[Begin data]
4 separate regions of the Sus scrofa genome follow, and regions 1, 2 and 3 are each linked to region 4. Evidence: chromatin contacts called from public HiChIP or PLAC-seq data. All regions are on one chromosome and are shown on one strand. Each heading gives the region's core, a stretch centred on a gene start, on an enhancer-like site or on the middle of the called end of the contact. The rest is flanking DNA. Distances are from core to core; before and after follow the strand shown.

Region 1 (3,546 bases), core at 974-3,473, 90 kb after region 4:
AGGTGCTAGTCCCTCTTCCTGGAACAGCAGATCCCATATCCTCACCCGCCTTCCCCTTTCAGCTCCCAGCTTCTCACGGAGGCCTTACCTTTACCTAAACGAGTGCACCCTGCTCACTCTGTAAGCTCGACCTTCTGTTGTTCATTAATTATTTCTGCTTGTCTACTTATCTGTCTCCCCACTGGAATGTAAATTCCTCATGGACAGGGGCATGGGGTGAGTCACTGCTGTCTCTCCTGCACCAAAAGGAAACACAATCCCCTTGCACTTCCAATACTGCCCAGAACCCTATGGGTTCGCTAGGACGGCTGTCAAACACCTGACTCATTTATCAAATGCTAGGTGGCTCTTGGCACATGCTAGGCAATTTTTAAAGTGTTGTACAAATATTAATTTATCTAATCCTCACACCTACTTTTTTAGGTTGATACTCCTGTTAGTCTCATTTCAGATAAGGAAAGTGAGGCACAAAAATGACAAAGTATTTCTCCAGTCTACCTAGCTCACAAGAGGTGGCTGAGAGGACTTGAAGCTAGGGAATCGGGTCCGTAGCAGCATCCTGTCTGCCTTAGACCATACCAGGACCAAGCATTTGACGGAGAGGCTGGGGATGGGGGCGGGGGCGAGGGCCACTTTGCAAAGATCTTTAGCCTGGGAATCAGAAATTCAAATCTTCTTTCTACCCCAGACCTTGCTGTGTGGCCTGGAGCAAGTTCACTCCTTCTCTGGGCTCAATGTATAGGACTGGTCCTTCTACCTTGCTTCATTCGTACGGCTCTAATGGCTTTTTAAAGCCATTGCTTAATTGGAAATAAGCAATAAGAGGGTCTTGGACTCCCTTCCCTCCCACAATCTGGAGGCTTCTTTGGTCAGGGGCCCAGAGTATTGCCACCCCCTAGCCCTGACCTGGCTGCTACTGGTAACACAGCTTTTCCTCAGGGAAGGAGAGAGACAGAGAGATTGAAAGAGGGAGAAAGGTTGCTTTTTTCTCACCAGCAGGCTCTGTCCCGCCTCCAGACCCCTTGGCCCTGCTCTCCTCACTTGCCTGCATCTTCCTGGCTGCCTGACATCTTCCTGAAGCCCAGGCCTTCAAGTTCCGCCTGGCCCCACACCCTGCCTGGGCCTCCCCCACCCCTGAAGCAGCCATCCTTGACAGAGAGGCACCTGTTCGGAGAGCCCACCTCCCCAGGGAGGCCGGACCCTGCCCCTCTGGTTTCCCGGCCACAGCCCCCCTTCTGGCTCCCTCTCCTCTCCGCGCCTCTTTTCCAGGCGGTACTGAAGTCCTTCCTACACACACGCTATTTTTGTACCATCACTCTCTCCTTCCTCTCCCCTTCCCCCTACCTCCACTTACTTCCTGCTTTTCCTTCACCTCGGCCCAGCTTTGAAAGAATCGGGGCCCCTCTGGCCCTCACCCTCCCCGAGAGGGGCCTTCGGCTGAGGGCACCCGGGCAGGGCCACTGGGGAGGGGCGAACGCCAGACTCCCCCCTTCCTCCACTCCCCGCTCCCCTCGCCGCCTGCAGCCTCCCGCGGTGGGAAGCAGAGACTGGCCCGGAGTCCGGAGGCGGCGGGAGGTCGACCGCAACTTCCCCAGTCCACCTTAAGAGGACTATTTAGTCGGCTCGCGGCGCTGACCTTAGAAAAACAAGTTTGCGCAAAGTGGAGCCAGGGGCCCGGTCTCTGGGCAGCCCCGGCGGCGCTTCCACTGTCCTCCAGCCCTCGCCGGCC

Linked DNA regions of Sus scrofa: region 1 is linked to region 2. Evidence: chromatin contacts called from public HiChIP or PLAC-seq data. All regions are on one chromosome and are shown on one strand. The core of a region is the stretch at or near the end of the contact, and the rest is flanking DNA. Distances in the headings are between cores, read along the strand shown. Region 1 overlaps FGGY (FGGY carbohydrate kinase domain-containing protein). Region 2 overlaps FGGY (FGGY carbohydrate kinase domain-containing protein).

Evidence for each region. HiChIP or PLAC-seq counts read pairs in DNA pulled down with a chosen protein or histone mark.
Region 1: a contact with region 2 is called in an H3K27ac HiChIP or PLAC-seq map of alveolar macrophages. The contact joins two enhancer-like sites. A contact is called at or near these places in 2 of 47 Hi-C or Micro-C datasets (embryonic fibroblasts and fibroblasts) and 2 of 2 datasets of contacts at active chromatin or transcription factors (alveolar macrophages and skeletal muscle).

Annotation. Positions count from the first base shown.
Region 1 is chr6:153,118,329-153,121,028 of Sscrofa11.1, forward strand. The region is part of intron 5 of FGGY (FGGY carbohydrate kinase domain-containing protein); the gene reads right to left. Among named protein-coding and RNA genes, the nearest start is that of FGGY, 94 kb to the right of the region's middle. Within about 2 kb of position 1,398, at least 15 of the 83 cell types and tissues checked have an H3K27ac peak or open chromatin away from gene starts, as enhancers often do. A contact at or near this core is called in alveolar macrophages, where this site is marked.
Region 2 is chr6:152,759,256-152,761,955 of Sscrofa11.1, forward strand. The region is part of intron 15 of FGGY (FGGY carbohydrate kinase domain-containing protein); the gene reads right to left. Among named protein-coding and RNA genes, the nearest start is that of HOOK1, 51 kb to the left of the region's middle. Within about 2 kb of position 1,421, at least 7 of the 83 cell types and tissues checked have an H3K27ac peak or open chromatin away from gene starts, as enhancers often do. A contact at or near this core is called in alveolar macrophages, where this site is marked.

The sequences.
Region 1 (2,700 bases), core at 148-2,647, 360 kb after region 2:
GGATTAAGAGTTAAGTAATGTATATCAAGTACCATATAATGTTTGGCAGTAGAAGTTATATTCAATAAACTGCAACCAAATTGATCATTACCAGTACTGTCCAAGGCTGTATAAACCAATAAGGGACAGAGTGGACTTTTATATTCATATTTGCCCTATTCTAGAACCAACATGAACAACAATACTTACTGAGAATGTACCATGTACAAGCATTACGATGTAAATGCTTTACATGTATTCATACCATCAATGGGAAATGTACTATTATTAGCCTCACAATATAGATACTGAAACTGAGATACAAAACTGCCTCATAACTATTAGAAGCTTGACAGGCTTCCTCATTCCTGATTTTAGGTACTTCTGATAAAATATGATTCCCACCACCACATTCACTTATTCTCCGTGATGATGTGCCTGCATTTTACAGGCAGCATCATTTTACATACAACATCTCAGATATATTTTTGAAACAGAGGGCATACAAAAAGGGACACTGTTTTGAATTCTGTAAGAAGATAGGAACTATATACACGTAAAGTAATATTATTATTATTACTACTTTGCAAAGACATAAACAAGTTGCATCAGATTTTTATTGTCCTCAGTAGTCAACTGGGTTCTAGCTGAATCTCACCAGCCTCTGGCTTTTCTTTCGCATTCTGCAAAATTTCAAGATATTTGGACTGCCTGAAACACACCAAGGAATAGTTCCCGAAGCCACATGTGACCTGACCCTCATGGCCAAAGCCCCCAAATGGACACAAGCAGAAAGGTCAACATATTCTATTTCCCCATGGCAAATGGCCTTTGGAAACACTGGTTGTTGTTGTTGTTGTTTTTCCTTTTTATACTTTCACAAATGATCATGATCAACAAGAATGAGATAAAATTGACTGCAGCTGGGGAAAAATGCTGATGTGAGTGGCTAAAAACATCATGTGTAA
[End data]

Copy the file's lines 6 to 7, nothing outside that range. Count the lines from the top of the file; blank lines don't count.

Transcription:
Region 1: a contact with region 2 is called in an H3K27ac HiChIP or PLAC-seq map of alveolar macrophages. The contact joins two enhancer-like sites. A contact is called at or near these places in 2 of 47 Hi-C or Micro-C datasets (embryonic fibroblasts and fibroblasts) and 2 of 2 datasets of contacts at active chromatin or transcription factors (alveolar macrophages and skeletal muscle).

Annotation. Positions count from the first base shown.